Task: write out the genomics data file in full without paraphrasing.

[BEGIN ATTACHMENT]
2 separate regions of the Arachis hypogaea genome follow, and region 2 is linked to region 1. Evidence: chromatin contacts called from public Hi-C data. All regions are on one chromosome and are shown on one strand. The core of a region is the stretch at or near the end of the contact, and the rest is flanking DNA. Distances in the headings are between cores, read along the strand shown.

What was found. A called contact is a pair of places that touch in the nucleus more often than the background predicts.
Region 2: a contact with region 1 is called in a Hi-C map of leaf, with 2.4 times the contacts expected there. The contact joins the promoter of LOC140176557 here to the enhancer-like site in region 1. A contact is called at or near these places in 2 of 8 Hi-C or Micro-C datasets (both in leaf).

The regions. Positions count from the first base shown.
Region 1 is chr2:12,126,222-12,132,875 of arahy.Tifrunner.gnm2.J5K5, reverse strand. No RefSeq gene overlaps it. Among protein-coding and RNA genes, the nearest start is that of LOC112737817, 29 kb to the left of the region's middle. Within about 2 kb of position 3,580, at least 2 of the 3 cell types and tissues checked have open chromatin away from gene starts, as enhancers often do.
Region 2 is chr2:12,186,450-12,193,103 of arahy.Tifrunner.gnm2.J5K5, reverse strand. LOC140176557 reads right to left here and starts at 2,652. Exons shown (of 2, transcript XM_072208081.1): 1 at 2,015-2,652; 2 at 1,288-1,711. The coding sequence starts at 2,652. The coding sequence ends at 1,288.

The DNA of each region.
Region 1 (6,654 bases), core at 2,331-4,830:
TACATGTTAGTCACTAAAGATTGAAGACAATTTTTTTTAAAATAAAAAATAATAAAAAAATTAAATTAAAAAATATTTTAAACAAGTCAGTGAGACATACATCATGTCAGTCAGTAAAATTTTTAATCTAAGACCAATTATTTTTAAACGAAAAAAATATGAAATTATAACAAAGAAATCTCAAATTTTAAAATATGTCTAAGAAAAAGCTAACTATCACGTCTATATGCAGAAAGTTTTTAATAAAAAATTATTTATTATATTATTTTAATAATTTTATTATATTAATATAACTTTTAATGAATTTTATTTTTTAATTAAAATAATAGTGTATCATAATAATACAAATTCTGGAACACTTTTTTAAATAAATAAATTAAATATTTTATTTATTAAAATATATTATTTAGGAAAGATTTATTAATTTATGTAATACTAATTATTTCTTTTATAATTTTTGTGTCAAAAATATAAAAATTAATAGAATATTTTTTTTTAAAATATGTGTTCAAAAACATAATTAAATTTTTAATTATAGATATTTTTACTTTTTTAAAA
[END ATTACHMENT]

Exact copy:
2 separate regions of the Arachis hypogaea genome follow, and region 2 is linked to region 1. Evidence: chromatin contacts called from public Hi-C data. All regions are on one chromosome and are shown on one strand. The core of a region is the stretch at or near the end of the contact, and the rest is flanking DNA. Distances in the headings are between cores, read along the strand shown.

What was found. A called contact is a pair of places that touch in the nucleus more often than the background predicts.
Region 2: a contact with region 1 is called in a Hi-C map of leaf, with 2.4 times the contacts expected there. The contact joins the promoter of LOC140176557 here to the enhancer-like site in region 1. A contact is called at or near these places in 2 of 8 Hi-C or Micro-C datasets (both in leaf).

The regions. Positions count from the first base shown.
Region 1 is chr2:12,126,222-12,132,875 of arahy.Tifrunner.gnm2.J5K5, reverse strand. No RefSeq gene overlaps it. Among protein-coding and RNA genes, the nearest start is that of LOC112737817, 29 kb to the left of the region's middle. Within about 2 kb of position 3,580, at least 2 of the 3 cell types and tissues checked have open chromatin away from gene starts, as enhancers often do.
Region 2 is chr2:12,186,450-12,193,103 of arahy.Tifrunner.gnm2.J5K5, reverse strand. LOC140176557 reads right to left here and starts at 2,652. Exons shown (of 2, transcript XM_072208081.1): 1 at 2,015-2,652; 2 at 1,288-1,711. The coding sequence starts at 2,652. The coding sequence ends at 1,288.

The DNA of each region.
Region 1 (6,654 bases), core at 2,331-4,830:
TACATGTTAGTCACTAAAGATTGAAGACAATTTTTTTTAAAATAAAAAATAATAAAAAAATTAAATTAAAAAATATTTTAAACAAGTCAGTGAGACATACATCATGTCAGTCAGTAAAATTTTTAATCTAAGACCAATTATTTTTAAACGAAAAAAATATGAAATTATAACAAAGAAATCTCAAATTTTAAAATATGTCTAAGAAAAAGCTAACTATCACGTCTATATGCAGAAAGTTTTTAATAAAAAATTATTTATTATATTATTTTAATAATTTTATTATATTAATATAACTTTTAATGAATTTTATTTTTTAATTAAAATAATAGTGTATCATAATAATACAAATTCTGGAACACTTTTTTAAATAAATAAATTAAATATTTTATTTATTAAAATATATTATTTAGGAAAGATTTATTAATTTATGTAATACTAATTATTTCTTTTATAATTTTTGTGTCAAAAATATAAAAATTAATAGAATATTTTTTTTTAAAATATGTGTTCAAAAACATAATTAAATTTTTAATTATAGATATTTTTACTTTTTTAAAA